(via wind, birds, and so on) of pathogens have occurred occasionally but are rare for other taxa. The role of humans as the chief dispersers of nonindigenous species into the United States will continue.
The rate of introduction of invasive plants, arthropods, and pathogens will increase in the future because of continuing growth in international travel and trade.
Most arthropods and pathogens arrive into the United States accidentally. Attributes that enable these organisms to escape detection and to survive in transit facilitate their arrival.
Arrival rates of nonindigenous arthropods and pathogens are probably related to the abundance of the species in their native habitats, the geographic areas of their native habitats, their association with plant materials that are likely to be imported into the United States, and the volume of trade between donor countries and the United States
Most plants that arrive in the United States are intentionally introduced. New pathways that facilitate the arrival of invasive plant pests include importation of nonindigenous species for herbal medicines, Internet-assisted exchanges of seeds or plants, and commerce in species new to horticulture. Such informal exchanges are largely unregulated and unmonitored.
China is a potentially major donor of future invasive plants, arthropods, and pathogens. This new situation reflects the recent radical increase in trade after a long hiatus and the similarity of physical environments in China and the United States. Such trade is the chief source of introduced plants that could become invasive—plants for ornamental horticulture. For example, there is strong interest in the importation of new horticultural taxa from China. This interest could lead to the arrival of new invasive plant species and provide increased opportunities for hitchhiking arthropods and pathogens to arrive in the United States. Many plant-feeding insects and pathogens from China would have a high probability of encountering susceptible families or genera of hosts in the United States.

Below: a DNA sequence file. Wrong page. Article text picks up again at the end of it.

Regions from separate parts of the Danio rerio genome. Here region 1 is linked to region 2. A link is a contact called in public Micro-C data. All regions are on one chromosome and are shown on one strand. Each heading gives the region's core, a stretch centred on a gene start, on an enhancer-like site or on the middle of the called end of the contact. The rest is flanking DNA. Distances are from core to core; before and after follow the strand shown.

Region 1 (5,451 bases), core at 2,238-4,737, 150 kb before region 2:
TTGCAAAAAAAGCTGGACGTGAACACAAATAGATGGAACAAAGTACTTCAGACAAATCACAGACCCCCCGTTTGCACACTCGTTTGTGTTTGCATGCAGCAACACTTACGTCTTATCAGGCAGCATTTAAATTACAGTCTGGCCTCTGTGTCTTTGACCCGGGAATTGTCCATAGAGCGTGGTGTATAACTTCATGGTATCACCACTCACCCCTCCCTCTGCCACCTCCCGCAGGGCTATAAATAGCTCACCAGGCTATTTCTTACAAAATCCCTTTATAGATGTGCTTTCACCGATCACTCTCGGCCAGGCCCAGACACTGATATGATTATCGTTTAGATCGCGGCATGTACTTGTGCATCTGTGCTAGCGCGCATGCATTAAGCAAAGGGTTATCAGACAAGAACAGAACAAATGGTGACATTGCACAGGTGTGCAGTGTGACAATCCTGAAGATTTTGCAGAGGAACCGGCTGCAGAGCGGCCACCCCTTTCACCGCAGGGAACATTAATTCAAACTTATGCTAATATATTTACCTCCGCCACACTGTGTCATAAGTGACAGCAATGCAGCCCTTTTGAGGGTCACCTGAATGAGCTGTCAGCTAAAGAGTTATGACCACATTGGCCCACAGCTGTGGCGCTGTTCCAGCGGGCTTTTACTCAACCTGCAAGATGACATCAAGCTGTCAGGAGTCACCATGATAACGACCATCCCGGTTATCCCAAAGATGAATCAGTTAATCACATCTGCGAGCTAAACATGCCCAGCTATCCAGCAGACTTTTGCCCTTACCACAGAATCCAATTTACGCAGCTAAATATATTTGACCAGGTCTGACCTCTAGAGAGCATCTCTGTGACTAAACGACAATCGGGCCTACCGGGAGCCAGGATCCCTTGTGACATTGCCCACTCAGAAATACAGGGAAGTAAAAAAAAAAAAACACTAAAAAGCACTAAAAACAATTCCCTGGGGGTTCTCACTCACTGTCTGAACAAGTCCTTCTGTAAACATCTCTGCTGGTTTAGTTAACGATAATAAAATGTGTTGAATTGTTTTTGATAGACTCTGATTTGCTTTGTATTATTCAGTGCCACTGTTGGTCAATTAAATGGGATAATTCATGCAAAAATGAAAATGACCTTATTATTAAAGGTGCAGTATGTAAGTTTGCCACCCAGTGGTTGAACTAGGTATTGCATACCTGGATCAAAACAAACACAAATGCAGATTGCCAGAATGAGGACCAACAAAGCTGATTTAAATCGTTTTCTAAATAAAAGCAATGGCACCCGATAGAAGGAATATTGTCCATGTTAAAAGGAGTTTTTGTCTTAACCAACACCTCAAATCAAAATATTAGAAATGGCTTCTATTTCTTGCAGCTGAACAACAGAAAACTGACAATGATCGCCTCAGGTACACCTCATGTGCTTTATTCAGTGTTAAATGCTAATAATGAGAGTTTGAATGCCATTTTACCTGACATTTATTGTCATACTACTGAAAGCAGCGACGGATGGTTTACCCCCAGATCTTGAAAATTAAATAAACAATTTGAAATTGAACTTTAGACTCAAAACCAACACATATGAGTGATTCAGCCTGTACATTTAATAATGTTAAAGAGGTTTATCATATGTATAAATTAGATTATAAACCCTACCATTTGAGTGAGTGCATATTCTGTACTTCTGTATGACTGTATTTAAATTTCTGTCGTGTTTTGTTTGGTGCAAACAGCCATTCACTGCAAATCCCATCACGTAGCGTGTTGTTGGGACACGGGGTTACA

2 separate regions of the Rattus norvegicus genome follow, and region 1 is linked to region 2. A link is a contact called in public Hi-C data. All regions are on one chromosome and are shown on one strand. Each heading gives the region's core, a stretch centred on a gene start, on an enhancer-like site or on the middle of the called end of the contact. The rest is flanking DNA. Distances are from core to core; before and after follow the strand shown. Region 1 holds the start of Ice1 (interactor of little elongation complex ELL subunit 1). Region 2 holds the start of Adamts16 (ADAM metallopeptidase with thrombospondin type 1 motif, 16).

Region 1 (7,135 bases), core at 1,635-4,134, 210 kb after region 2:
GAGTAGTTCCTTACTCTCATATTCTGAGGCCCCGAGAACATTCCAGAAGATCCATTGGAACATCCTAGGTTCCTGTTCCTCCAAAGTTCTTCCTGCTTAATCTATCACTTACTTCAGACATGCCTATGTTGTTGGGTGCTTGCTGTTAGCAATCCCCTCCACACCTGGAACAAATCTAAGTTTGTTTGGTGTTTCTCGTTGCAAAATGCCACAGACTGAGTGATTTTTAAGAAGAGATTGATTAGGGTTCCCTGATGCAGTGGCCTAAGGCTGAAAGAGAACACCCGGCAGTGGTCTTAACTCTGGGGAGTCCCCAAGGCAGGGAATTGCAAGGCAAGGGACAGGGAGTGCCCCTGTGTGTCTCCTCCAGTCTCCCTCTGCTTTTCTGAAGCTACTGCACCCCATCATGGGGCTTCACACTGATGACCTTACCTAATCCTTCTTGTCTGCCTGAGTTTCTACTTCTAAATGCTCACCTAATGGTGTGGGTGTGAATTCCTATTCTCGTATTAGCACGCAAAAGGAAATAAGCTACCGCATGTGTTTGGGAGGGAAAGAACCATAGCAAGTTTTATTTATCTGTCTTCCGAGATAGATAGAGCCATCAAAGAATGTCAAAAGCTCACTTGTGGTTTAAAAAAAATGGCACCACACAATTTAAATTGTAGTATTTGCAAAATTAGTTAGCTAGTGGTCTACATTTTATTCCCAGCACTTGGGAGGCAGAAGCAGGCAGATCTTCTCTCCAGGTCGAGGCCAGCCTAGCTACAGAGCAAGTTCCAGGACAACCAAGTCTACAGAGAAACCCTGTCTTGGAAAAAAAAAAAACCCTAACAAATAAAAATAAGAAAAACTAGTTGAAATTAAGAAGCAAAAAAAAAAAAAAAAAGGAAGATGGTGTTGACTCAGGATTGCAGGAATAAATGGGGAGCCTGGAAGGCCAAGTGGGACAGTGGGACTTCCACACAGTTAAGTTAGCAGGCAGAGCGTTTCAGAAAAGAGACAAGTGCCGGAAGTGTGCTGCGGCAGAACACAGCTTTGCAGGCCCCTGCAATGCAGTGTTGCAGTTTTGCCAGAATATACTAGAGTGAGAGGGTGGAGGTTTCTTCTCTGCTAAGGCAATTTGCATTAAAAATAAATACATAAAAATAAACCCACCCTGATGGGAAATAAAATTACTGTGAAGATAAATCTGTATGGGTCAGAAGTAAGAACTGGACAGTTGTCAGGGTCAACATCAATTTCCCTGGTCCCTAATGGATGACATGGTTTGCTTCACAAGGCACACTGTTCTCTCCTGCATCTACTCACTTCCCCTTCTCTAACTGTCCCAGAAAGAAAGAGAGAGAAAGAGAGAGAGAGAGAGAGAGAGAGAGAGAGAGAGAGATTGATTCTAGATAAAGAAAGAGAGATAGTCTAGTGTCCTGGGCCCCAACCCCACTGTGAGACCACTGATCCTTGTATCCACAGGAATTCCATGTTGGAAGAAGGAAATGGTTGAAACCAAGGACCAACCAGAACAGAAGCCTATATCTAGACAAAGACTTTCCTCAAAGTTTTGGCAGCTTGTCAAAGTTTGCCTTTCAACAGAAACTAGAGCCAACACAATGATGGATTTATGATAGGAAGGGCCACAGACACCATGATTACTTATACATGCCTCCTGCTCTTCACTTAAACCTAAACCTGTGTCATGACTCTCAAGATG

The Port Interception Network database maintained by APHIS since 1985 is an important source of information about the arrival of nonindigenous species. Although the detail and comprehensiveness of its data are limited, they do identify the species arriving at specific U.S. ports and borders, and the origin of the commodities associated with them. Collaborative efforts between APHIS officials and scientists to expand the information content of the PIN database and to use the data to assess patterns in arrivals and traits associated with frequently introduced species would prove informative.
Europe was historically the primary source of invasive nonindigenous plant, arthropod, and pathogen species in the United States, and nonindigenous species continue to be intercepted at high rates on some commodities from Europe.